A new report from cybersecurity firm Kaspersky has uncovered a new hacking spree linked to notorious North Korean hackers using malware.
The report identified BlueNoroff, an arm of the state-sponsored Lazarus Group, as the principal suspect behind the recent attacks. BlueNoroff’s main targets appear to be digital asset startups, commercial banks, and venture capitalist (VC) firms in Europe and the Far East.
Kaspersky’s researchers note that BlueNoroff has been under the radar for most of the year, but in the last quarter, the group showed signs of activity. BlueNoroff created nearly 80 fake websites, mimicking popular VC firms and financial institutions, with the majority of sites focused on Japanese companies.
“The actor usually used fake domains such as cloud hosting services for hosting malicious documents or payloads,” said Kaspersky. “Most of the companies are Japanese companies, indicating the actor has a keen interest in Japanese markets.”
BlueNoroff’s latest attacks have shown a strong capability of bypassing Mark-of-the-Web by expanding file types and tweaking its latching strategies. Once access has been obtained, the malware interrupts digital asset transfers by changing the recipient’s address.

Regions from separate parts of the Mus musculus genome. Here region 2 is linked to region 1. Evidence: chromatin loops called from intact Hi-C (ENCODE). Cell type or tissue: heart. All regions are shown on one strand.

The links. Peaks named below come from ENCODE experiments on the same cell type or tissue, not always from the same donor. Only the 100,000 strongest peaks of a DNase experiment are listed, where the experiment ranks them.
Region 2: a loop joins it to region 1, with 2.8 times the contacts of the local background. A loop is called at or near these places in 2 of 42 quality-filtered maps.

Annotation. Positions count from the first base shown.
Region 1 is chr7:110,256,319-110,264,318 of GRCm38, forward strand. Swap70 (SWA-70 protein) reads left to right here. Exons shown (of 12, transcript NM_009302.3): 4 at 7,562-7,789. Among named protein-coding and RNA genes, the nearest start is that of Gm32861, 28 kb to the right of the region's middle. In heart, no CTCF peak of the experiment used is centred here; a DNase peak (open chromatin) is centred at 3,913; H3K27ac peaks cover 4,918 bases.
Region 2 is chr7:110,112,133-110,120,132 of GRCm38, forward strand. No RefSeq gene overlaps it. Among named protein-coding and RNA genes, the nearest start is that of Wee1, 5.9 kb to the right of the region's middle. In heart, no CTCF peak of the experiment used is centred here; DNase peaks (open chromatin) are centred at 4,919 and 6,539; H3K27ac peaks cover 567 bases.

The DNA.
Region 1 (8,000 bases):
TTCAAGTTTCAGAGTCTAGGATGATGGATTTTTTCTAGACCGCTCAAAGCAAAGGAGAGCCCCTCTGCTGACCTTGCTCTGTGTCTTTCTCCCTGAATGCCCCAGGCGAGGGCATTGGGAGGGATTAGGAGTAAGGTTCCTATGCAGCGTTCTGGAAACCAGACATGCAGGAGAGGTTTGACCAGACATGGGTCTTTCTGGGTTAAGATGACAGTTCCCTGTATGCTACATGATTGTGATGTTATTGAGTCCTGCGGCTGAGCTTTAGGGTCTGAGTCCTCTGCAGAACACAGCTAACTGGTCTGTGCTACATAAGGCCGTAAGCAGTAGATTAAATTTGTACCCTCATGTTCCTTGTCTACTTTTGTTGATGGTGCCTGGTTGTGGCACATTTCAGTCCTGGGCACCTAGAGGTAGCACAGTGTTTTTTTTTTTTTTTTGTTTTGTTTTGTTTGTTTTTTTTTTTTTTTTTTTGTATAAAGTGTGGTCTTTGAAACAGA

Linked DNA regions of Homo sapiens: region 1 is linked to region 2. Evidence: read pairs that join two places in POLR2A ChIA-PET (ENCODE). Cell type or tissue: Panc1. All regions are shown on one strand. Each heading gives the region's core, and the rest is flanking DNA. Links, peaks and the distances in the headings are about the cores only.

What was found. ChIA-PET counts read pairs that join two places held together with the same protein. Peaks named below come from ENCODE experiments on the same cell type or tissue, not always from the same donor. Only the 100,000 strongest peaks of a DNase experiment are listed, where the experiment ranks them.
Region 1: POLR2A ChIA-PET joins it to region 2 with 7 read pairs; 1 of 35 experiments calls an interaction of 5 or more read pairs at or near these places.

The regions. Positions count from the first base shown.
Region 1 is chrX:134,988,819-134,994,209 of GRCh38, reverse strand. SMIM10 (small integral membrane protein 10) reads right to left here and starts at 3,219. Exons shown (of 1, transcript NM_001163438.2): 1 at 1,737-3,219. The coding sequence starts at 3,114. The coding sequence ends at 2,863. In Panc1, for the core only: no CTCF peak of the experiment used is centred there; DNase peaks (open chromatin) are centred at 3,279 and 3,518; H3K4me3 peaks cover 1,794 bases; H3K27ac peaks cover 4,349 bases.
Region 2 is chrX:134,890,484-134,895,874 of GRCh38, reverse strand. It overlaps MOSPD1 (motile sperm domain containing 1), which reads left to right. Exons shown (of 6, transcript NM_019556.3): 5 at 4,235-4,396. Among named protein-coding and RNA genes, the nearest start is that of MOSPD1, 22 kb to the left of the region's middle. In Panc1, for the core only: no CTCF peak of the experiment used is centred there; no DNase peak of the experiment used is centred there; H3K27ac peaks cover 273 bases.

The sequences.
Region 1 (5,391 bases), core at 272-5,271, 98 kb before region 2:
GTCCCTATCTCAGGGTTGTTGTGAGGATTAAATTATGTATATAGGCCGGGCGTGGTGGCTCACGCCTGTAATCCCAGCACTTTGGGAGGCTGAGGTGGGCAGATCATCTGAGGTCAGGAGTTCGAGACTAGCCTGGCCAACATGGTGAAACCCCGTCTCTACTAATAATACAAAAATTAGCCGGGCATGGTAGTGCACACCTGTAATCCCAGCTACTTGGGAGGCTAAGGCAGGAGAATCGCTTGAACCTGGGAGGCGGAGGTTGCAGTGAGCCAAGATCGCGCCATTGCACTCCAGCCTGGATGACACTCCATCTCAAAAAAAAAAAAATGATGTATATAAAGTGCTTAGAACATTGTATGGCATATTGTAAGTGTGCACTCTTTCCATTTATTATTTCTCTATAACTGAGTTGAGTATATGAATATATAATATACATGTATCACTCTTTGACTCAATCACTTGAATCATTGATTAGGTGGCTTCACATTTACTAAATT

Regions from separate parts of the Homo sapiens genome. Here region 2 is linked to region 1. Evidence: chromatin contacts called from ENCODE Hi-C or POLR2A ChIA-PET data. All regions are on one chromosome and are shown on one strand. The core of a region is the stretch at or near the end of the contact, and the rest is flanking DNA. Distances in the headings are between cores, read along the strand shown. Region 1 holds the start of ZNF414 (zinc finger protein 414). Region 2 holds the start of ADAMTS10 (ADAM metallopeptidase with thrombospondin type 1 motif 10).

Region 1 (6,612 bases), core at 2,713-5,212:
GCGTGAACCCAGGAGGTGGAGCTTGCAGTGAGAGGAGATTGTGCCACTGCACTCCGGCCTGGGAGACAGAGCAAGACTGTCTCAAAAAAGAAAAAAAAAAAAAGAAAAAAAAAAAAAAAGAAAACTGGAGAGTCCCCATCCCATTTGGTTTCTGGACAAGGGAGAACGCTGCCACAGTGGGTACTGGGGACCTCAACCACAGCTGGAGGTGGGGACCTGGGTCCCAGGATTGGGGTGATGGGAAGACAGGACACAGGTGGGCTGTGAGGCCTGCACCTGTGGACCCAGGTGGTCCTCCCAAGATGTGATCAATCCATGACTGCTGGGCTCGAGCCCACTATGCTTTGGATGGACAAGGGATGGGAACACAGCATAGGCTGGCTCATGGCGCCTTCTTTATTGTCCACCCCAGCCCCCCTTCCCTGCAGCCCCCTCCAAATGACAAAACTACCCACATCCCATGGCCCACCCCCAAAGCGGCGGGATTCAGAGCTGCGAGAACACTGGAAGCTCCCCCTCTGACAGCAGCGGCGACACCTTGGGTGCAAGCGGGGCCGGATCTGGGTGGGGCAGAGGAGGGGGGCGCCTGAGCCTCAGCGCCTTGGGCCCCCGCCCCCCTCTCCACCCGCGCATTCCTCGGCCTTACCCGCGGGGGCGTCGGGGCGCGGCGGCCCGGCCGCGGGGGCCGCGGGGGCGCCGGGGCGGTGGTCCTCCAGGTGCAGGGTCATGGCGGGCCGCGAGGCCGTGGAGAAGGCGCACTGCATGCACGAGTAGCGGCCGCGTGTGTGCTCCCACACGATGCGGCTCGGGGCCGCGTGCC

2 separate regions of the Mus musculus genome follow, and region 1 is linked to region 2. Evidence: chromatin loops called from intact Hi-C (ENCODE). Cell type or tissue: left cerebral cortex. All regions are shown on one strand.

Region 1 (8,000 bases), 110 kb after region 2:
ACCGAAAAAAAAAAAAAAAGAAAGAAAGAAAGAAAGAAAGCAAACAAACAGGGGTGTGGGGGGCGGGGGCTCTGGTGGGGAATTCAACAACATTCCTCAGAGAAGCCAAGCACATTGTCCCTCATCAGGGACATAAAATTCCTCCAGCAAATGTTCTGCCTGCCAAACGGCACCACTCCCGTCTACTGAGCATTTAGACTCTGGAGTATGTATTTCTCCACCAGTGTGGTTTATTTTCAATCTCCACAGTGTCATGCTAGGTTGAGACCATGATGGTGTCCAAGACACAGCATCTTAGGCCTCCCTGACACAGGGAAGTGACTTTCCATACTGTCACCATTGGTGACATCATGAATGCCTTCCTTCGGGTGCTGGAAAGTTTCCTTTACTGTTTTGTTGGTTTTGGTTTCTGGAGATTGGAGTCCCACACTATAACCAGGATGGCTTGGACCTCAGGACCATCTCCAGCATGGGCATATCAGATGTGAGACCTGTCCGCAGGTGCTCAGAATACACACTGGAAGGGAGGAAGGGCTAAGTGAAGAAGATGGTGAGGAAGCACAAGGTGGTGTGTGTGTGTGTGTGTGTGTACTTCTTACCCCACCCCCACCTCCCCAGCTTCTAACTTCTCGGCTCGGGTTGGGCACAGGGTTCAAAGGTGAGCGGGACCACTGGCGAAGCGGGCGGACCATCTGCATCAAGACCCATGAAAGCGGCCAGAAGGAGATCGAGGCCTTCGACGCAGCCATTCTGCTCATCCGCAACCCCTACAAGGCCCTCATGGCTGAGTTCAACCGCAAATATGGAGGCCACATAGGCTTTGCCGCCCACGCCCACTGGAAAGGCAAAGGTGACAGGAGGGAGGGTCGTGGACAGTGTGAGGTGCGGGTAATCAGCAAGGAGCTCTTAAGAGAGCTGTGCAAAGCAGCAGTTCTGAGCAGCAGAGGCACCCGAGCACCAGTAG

The report indicates that BlueNoroff’s malware can “push the transfer amount to the limit, essentially draining the account in a single transaction.”
It is unclear why Japanese firms are the hacking group’s target, especially given Japan’s expansive cybersecurity infrastructure tradition. Kaspersky notes that the hacking gang has been prolific, “stealing cryptocurrency worth millions” in the few months they began operations.
North Korean hackers have risen to notoriety in 2022 for their daring attacks on the virtual currency industry, stealing billions along the way. South Korea’s Intelligence Department blamed the state-sponsored hacking gangs for stealing over $600 million, while several post-mortems have fingered the country for security breaches.
Lazarus Group has been accused of participating in the hack of Axie Infinity that cost the platform losses of $620 million, which forced the United States Treasury’s Office of Foreign Assets Control (OFAC) to place the gang on the Specially Designated Nationals and Blocked Persons List (SDN List).
“Through our investigations, we were able to confirm Lazarus Group and APT38, cyber actors associated with North Korea, are responsible for the theft,” said the Federal Bureau of Investigation (FBI).
North Korea has turned its attention to cybercrime in the hopes of raising its foreign currency reserves amid stifling economic sanctions. Aspiring hackers are scouted around the country, with some sent to China for vocational training and others trained in North Korean universities.
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